At least 134 people dead with authorities warning death toll could rise as rescue workers reach remote areas
Heavy monsoon rains and landslides have killed at least 134 people in southeast Bangladesh, burying many in their homes as they slept, authorities said on Tuesday.
Three young children from the same family were among those killed in the disaster, which comes just weeks after a cyclone battered the region and destroyed camps housing thousands of Rohingya refugees. Police warned the death toll would likely rise as emergency workers reached remote parts of the Chittagong Hills, where telephone and transport links had been cut.
Manzurul Mannan, the government administrator of the worst-hit Rangamati district, said at least 98 people were killed in the hilly region alone. “The death toll might rise,” Mannan told AFP.
At least 30 people were killed in neighboring Chittagong and another six in Bandarban, officials told AFP, adding about 15 people were missing, feared buried under chunks of mud. Many of the victims were from poor tribal communities in the remote hill district of Rangamati, close to the Indian border, where mudslides buried hundreds of homes.
One woman described the ground sliding from beneath their family home in the dead of night, sending them fleeing to a house next door. “A few other families also took shelter there, but just after dawn a section of hill fell on the house. Six people are still missing,” Khatiza Begum told local news website Bangla Tribune at Rangamati hospital.
District police chief Sayed Tariqul Hasan said most of the landslides happened before dawn Tuesday. “Some of them were sleeping in their houses on hillsides when the landslides occurred,” he said.
Police and local authorities ordered the evacuation of thousands of people living in slums at the base of hills in the neighboring district of Chittagong, where 30 people have been confirmed dead. At least 126 people were killed in that district when a massive landslide buried a village a decade ago.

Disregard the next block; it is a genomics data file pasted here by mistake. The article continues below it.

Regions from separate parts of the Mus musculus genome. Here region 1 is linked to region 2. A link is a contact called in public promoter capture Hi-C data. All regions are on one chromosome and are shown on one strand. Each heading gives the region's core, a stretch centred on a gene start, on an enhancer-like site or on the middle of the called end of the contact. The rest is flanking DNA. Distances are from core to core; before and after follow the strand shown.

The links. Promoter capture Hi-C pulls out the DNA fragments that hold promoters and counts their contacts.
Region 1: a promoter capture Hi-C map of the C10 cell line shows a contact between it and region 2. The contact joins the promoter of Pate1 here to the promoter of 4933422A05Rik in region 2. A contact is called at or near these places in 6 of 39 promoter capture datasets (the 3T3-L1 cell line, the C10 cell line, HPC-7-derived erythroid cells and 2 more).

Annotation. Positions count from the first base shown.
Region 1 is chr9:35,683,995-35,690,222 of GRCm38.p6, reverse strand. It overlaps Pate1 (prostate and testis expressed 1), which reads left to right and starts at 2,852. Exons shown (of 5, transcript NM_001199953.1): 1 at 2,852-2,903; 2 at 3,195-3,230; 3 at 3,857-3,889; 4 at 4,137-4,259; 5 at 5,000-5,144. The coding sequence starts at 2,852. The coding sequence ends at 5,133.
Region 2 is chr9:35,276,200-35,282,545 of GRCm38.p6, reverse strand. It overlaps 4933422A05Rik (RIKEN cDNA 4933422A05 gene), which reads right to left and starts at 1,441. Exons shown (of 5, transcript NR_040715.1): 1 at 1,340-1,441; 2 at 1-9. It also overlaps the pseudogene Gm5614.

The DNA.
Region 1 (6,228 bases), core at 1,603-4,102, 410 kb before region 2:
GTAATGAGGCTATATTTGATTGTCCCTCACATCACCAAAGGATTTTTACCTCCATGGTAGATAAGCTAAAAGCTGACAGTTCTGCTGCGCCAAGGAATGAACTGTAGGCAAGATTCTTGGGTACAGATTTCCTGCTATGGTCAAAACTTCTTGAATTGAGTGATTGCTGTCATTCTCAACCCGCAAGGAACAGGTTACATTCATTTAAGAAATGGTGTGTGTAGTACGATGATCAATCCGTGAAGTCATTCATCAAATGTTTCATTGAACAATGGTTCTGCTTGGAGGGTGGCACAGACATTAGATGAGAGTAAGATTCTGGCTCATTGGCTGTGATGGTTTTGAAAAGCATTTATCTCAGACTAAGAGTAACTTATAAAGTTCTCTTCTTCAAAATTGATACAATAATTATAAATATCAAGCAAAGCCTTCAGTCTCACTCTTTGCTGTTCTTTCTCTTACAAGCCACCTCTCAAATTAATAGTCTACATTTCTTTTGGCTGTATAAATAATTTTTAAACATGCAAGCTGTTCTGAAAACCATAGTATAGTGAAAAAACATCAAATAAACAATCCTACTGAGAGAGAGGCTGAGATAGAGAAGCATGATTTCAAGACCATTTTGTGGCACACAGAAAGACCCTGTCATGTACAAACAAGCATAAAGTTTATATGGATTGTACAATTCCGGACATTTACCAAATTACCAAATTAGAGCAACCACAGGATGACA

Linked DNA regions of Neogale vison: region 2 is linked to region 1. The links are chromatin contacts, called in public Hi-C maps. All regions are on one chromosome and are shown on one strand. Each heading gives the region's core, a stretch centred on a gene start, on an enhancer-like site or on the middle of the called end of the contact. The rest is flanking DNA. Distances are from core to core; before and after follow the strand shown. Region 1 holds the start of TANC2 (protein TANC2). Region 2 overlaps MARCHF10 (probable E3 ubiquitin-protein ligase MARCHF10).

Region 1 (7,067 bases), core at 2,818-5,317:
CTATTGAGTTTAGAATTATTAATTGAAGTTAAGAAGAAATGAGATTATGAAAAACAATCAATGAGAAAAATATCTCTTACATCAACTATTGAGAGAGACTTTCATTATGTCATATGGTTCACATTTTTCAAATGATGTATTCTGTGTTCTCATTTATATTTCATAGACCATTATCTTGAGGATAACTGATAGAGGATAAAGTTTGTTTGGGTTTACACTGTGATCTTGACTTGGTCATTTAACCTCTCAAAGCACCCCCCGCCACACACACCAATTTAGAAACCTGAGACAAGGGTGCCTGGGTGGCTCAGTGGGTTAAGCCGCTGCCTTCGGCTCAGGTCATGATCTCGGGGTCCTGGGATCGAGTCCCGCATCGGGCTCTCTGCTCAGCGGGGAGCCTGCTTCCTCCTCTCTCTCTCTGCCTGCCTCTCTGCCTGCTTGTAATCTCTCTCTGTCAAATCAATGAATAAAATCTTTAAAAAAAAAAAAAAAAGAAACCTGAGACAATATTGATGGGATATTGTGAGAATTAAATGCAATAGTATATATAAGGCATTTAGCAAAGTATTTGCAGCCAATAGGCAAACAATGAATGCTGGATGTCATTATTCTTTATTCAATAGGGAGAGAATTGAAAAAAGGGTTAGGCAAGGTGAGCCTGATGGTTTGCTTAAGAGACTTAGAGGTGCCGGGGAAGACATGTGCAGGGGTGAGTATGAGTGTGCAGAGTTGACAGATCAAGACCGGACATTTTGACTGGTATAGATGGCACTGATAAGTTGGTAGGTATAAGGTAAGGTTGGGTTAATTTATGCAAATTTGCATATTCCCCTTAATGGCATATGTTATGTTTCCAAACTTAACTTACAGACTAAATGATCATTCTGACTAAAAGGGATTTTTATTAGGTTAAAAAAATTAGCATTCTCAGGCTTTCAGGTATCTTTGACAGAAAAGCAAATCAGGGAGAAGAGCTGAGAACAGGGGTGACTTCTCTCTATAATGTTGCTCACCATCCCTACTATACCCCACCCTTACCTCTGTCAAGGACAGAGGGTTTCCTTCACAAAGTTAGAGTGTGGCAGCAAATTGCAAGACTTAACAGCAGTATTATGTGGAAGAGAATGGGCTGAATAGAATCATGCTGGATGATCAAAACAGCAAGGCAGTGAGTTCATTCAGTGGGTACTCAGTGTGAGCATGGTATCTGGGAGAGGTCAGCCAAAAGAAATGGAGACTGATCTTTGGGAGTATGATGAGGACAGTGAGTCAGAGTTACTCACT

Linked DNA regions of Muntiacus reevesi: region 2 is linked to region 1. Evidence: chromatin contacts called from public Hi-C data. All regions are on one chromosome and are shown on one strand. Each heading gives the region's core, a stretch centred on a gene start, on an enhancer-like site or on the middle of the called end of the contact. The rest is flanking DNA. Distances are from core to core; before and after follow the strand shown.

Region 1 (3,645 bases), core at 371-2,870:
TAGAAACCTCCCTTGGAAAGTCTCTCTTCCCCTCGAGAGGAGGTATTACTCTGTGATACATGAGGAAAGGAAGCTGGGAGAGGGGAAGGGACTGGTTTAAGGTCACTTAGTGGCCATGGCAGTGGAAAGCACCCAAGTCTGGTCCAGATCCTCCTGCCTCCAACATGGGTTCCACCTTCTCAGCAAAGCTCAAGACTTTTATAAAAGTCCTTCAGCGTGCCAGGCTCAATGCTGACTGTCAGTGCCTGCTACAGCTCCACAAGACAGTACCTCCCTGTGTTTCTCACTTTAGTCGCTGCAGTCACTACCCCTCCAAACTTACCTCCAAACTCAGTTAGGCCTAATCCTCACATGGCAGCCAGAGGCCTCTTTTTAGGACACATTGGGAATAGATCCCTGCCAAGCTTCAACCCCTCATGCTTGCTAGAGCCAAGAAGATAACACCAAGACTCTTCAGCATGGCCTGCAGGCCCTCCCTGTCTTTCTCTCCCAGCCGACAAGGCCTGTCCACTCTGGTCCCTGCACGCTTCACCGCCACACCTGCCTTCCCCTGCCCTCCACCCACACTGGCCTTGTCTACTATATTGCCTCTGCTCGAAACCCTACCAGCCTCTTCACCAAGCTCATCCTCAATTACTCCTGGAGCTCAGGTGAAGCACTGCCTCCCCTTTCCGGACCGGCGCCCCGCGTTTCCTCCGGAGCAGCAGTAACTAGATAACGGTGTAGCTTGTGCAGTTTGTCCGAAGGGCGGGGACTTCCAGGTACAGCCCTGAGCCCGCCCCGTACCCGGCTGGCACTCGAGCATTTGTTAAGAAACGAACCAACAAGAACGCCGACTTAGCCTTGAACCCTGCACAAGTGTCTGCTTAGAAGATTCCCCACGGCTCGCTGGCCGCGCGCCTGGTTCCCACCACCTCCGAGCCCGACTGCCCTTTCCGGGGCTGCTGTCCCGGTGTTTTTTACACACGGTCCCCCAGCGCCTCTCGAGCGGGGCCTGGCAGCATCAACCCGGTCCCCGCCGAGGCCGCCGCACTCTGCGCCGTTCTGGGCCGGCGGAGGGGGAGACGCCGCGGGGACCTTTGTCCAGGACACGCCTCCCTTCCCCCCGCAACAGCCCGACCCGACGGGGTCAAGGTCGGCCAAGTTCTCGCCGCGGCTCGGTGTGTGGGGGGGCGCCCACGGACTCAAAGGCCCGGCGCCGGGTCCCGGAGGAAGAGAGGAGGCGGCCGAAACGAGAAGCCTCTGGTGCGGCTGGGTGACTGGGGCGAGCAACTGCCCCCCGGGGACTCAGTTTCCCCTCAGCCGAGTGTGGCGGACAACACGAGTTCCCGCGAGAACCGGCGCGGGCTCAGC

In the latest incident six people were killed in the nearby district of Bandarban, among them three children buried by a landslide as they slept in their home.
Authorities have opened 18 shelters in the worst-hit hill districts, where 4,500 people have been evacuated, disaster management and relief minister Mofazzal Hossain Chowdhury Maya told reporters.
Head of disaster management department Reaz Ahmed said disaster response teams had been deployed but had not yet been able to reach all the affected areas. “Once the rains are over, we’ll get a full picture of the damage and get the recovery work in full swing,” he added.
The monsoon rains came two weeks after Cyclone Mora smashed into Bangladesh’s southeast, killing at least eight people and damaging tens of thousands of homes.
Rohingya leader Mohammad Anam said the latest rains had further worsened conditions in camps that were badly hit by the cyclone. “We’re living in constant fear of landslides,” he told AFP.
Around 300,000 Rohingya, a mainly Muslim stateless ethnic minority, are living in camps in southeastern Bangladesh after fleeing persecution in Myanmar. Heavy monsoon rains also pounded the capital Dhaka and the port city of Chittagong in the district of the same name, disrupting traffic for hours and flooding key roads and business districts.
A ferry sank in the River Buriganga in Dhaka on Monday evening with an estimated 100 passengers aboard, police said, adding all the passengers had managed to swim ashore. Among the victims in Rangamati district were at least four soldiers who had been sent to clear roads after an earlier landslide.
Thousands of troops are stationed in Rangamati, where a tribal insurgency raged for two decades, and which still suffers sporadic violence. “The soldiers were sent to clear roads hit by landslide in Manikchhari town when they were themselves buried by a second landslide,” armed forces spokesman Lieutenant Colonel Rashidul Hassan told AFP. “They fell 30 feet from the main road,” he said, adding one soldier was missing and 10 injured, five critically.